Deniz Akbulut, the lawyer for noncommissioned officer Gökhan Güçlü, one of the suspects on trial for an assassination attempt against Turkey’s autocratic President Recep Tayyip Erdoğan on the night of a controversial coup on July 15, 2016, was detained as he was leaving the Muğla Courthouse after a hearing on Wednesday and arrested by a court as part of an investigation into halted intelligence agency trucks in 2014.
According to the Haber Türk daily, Akbulut was accused of being a “courier” between gendarmes who stopped Syria-bound National Intelligence Organization (MİT) trucks near Adana in 2014 and Hamza Ali Ece, an alleged member of the Gülen movement. Akbulut was arrested by a court on Wednesday.
According to data compiled by The Arrested Lawyers’ Initiative, 522 lawyers have been arrested and 1,315 lawyers have been under Turkish government’s prosecution after the controversial coup attempt on July 15, 2016.
The Turkish government has arrested a total of 2,431 judges and prosecutors since the coup attempt on July 15, 2016 and dismissed 4,424 others from their jobs, a Constitutional Court general assembly ruling revealed on July 26.
A comprehensive report by Stockholm Center for Freedom (SCF) titled “Turkey’s descent into arbitrariness: The end of rule of law” provides detailed information on how the rule of law has lost meaning in Turkish context, confirming the effective collapse of all domestic judicial and administrative remedies available for Turkish citizens who lodge complaints on rights violations.
Akbulut’s client Güçlü was a target of the pro-government media after he was thrown out of a courtroom in July for wearing a T-shirt bearing the word “hero.” Several people across Turkey have been detained, some of them arrested, for wearing hero T-shirts.
In January 2014 a number of trucks that were found to belong to MİT were stopped by gendarmes in two separate incidents in the southern provinces of Hatay and Adana, after prosecutors received tipoffs that they were carrying arms to radical Islamist rebel organizations in Syria.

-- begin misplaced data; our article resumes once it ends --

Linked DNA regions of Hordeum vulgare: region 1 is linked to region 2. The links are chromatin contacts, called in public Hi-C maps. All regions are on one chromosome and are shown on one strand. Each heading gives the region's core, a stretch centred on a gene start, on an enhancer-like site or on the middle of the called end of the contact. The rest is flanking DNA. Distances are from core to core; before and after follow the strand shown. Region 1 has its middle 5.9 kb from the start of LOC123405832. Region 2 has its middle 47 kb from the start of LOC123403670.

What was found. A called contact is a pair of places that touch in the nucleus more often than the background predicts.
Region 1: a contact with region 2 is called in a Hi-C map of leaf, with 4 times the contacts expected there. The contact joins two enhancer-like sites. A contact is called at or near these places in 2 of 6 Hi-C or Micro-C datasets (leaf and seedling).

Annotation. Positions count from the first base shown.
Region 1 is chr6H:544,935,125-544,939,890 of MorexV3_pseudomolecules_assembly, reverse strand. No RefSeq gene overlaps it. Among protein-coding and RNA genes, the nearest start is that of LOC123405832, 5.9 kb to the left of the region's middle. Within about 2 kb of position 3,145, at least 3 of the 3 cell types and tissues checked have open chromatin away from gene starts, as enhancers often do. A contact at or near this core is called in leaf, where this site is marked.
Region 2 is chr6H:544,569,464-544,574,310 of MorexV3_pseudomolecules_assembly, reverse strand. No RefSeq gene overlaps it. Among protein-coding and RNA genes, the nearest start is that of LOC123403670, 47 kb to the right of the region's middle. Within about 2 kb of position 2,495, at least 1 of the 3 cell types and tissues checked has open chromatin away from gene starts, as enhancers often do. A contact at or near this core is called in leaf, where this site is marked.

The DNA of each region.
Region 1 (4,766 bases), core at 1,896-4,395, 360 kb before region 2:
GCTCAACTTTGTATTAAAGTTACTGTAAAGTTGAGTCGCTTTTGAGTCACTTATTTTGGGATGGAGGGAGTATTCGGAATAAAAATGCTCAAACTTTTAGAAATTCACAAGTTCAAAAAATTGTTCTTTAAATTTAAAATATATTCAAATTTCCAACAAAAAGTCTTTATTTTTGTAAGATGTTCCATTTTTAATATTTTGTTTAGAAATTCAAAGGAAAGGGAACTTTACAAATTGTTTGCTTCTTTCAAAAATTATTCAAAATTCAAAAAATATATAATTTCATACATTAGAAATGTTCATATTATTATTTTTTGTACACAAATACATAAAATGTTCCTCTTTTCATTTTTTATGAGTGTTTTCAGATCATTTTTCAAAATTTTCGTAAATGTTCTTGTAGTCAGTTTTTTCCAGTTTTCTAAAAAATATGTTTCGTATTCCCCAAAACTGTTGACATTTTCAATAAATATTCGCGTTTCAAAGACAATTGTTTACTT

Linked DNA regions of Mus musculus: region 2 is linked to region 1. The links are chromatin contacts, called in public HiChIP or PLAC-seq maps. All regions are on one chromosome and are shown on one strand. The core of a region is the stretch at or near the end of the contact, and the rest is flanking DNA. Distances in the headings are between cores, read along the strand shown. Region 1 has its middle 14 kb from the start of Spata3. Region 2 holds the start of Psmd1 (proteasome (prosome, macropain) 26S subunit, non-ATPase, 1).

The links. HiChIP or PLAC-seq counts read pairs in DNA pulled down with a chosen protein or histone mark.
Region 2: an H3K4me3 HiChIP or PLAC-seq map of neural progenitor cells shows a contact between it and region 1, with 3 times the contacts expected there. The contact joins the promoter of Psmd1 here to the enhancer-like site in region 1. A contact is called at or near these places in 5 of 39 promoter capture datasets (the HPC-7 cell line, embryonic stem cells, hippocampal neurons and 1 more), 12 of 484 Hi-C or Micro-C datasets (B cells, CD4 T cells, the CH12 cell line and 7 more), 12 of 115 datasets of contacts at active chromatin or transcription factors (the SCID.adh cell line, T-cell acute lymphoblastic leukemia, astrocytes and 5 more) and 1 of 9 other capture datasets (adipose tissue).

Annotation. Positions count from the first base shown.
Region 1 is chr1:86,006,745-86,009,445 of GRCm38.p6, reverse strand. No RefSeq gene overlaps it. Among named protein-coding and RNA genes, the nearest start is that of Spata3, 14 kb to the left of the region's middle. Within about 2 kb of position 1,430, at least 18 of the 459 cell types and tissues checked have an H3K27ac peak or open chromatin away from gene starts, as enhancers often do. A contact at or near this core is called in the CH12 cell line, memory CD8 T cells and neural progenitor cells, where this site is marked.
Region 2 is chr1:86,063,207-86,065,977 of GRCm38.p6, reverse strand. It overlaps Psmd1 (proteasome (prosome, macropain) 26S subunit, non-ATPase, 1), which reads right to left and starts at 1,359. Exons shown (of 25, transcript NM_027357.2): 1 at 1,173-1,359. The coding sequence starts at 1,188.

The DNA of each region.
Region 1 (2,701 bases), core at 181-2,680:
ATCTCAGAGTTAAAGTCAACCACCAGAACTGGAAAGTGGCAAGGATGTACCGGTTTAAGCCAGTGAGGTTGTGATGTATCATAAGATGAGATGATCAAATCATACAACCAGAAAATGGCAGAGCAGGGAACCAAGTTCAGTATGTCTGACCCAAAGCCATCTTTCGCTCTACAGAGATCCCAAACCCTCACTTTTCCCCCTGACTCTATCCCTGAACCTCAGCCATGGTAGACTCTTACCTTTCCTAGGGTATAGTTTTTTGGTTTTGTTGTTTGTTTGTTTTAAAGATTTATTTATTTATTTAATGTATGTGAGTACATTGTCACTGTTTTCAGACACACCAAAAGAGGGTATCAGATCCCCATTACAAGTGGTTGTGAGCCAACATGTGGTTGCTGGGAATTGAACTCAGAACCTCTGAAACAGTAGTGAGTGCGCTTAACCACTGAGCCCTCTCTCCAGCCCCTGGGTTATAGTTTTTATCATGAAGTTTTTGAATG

Although the Justice and Development Party (AKP) government claimed that the trucks were transporting humanitarian aid to the Turkmen community in Syria, opposition voices questioned why, if the operation was within the law, the government intervened to prevent the trucks from being searched.
Four former prosecutors and a former gendarmerie officer were jailed when a court ordered their arrest due to their role in the search of the trucks after government figures, including President Erdoğan, accused them of “treason and espionage.”
A case was filed against those involved in the investigation and an indictment, which was accepted by the Tarsus High Criminal Court in July 2015, seeks life sentences for Adana Chief Public Prosecutor Süleyman Bağrıyanık, former Adana Deputy Chief Public Prosecutor Ahmet Karaca and Adana prosecutors Aziz Takçı and Özcan Şişman, as well as Gendarmerie Commander Col. Özkan Çokay, who were all involved in the investigation.
Turkey survived a controversial military coup attempt on July 15 that killed 249 people. Immediately after the putsch, the Justice and Development Party (AKP) government along with Turkey’s autocratic President Erdoğan pinned the blame on the Gülen movement.
Fethullah Gülen, who inspired the movement, strongly denied having any role in the failed coup and called for an international investigation into it, but President Erdoğan — calling the coup attempt “a gift from God” — and the government initiated a widespread purge aimed at cleansing sympathizers of the movement from within state institutions, dehumanizing its popular figures and putting them in custody.
Turkey has suspended or dismissed more than 150,000 judges, teachers, police and civil servants since July 15. Turkey’s Justice Ministry announced on July 13 that 50,510 people have been arrested and 169,013 have been the subject of legal proceedings on coup charges since the failed coup. (SCF with turkishminute.com)